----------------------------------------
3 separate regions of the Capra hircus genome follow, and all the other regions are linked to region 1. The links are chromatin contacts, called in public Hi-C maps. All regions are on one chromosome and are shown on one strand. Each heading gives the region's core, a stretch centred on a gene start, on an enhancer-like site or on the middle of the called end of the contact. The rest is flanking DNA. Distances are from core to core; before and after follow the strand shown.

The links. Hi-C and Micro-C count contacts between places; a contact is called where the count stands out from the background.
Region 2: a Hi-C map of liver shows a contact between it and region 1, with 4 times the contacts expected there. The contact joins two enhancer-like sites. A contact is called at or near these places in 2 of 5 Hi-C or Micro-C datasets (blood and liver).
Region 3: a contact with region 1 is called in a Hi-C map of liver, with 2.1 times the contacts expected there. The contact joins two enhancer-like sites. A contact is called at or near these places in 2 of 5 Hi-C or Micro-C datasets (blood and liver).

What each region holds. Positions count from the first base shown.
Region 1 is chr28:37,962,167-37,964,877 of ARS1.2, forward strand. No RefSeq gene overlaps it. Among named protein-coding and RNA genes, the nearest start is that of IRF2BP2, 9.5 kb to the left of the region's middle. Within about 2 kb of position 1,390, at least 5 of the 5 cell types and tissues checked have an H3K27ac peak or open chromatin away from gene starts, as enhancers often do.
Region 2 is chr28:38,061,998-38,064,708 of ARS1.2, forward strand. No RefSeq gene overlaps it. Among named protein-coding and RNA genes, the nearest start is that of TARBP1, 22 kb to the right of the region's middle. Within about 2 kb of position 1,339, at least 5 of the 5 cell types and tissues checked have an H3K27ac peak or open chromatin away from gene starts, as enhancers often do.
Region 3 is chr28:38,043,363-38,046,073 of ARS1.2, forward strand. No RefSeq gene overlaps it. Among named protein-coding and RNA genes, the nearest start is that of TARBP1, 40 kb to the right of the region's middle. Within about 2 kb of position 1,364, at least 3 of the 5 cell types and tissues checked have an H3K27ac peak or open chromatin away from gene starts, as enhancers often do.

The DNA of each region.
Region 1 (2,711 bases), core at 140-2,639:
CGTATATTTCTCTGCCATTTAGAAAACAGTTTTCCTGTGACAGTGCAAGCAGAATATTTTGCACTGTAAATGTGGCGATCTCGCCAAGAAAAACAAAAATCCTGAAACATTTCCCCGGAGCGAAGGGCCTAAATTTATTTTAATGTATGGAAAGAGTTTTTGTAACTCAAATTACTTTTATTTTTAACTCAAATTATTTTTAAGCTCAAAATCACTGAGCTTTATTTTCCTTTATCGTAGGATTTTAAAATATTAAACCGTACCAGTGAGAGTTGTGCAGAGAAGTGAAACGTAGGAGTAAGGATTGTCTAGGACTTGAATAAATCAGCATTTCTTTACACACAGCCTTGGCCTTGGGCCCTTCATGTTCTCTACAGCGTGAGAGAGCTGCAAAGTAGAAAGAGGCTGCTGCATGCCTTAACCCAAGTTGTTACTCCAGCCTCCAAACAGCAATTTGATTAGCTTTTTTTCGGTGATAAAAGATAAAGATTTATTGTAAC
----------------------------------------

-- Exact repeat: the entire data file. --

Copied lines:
3 separate regions of the Capra hircus genome follow, and all the other regions are linked to region 1. The links are chromatin contacts, called in public Hi-C maps. All regions are on one chromosome and are shown on one strand. Each heading gives the region's core, a stretch centred on a gene start, on an enhancer-like site or on the middle of the called end of the contact. The rest is flanking DNA. Distances are from core to core; before and after follow the strand shown.

The links. Hi-C and Micro-C count contacts between places; a contact is called where the count stands out from the background.
Region 2: a Hi-C map of liver shows a contact between it and region 1, with 4 times the contacts expected there. The contact joins two enhancer-like sites. A contact is called at or near these places in 2 of 5 Hi-C or Micro-C datasets (blood and liver).
Region 3: a contact with region 1 is called in a Hi-C map of liver, with 2.1 times the contacts expected there. The contact joins two enhancer-like sites. A contact is called at or near these places in 2 of 5 Hi-C or Micro-C datasets (blood and liver).

What each region holds. Positions count from the first base shown.
Region 1 is chr28:37,962,167-37,964,877 of ARS1.2, forward strand. No RefSeq gene overlaps it. Among named protein-coding and RNA genes, the nearest start is that of IRF2BP2, 9.5 kb to the left of the region's middle. Within about 2 kb of position 1,390, at least 5 of the 5 cell types and tissues checked have an H3K27ac peak or open chromatin away from gene starts, as enhancers often do.
Region 2 is chr28:38,061,998-38,064,708 of ARS1.2, forward strand. No RefSeq gene overlaps it. Among named protein-coding and RNA genes, the nearest start is that of TARBP1, 22 kb to the right of the region's middle. Within about 2 kb of position 1,339, at least 5 of the 5 cell types and tissues checked have an H3K27ac peak or open chromatin away from gene starts, as enhancers often do.
Region 3 is chr28:38,043,363-38,046,073 of ARS1.2, forward strand. No RefSeq gene overlaps it. Among named protein-coding and RNA genes, the nearest start is that of TARBP1, 40 kb to the right of the region's middle. Within about 2 kb of position 1,364, at least 3 of the 5 cell types and tissues checked have an H3K27ac peak or open chromatin away from gene starts, as enhancers often do.

The DNA of each region.
Region 1 (2,711 bases), core at 140-2,639:
CGTATATTTCTCTGCCATTTAGAAAACAGTTTTCCTGTGACAGTGCAAGCAGAATATTTTGCACTGTAAATGTGGCGATCTCGCCAAGAAAAACAAAAATCCTGAAACATTTCCCCGGAGCGAAGGGCCTAAATTTATTTTAATGTATGGAAAGAGTTTTTGTAACTCAAATTACTTTTATTTTTAACTCAAATTATTTTTAAGCTCAAAATCACTGAGCTTTATTTTCCTTTATCGTAGGATTTTAAAATATTAAACCGTACCAGTGAGAGTTGTGCAGAGAAGTGAAACGTAGGAGTAAGGATTGTCTAGGACTTGAATAAATCAGCATTTCTTTACACACAGCCTTGGCCTTGGGCCCTTCATGTTCTCTACAGCGTGAGAGAGCTGCAAAGTAGAAAGAGGCTGCTGCATGCCTTAACCCAAGTTGTTACTCCAGCCTCCAAACAGCAATTTGATTAGCTTTTTTTCGGTGATAAAAGATAAAGATTTATTGTAAC